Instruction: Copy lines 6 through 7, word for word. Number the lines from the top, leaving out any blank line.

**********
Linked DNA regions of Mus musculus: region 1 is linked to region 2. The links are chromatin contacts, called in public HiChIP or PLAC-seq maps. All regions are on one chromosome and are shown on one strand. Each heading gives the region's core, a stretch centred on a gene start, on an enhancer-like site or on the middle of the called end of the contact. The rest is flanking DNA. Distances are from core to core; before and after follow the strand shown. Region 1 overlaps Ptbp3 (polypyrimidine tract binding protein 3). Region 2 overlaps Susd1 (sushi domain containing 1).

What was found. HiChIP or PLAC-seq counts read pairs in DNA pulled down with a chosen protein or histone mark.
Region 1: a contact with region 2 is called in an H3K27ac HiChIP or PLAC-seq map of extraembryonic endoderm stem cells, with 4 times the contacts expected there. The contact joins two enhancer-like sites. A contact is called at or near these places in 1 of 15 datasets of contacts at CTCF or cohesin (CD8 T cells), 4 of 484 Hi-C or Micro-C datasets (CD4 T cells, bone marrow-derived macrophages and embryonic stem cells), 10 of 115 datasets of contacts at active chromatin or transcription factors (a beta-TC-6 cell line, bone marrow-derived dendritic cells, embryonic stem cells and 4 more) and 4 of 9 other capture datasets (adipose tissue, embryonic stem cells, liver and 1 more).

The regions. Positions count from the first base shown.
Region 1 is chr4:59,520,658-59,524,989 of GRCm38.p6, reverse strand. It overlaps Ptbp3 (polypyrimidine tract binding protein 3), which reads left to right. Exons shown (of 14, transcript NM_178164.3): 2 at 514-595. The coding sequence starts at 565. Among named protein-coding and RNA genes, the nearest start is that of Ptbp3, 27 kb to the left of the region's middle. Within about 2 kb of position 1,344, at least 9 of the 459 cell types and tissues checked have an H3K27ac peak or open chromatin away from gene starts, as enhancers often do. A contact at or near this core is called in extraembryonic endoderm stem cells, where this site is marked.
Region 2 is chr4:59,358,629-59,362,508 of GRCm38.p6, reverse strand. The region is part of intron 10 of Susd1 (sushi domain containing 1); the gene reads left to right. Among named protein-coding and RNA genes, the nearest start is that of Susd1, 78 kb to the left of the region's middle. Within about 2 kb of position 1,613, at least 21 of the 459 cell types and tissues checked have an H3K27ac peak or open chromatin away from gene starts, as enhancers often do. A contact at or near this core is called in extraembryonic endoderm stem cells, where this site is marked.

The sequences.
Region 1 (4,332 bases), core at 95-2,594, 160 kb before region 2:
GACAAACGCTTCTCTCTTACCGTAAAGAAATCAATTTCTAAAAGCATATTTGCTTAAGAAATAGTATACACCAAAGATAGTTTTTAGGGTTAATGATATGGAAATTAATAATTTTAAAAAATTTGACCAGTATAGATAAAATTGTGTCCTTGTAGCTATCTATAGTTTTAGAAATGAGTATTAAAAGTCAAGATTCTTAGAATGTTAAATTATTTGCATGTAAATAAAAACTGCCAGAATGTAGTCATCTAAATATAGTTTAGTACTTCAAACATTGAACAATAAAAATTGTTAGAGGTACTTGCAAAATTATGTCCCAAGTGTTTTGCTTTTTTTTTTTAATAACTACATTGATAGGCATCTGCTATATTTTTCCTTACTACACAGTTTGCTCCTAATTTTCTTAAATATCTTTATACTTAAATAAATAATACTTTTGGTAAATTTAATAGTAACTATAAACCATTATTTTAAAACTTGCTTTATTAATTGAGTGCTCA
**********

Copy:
Region 2 is chr4:59,358,629-59,362,508 of GRCm38.p6, reverse strand. The region is part of intron 10 of Susd1 (sushi domain containing 1); the gene reads left to right. Among named protein-coding and RNA genes, the nearest start is that of Susd1, 78 kb to the left of the region's middle. Within about 2 kb of position 1,613, at least 21 of the 459 cell types and tissues checked have an H3K27ac peak or open chromatin away from gene starts, as enhancers often do. A contact at or near this core is called in extraembryonic endoderm stem cells, where this site is marked.

The sequences.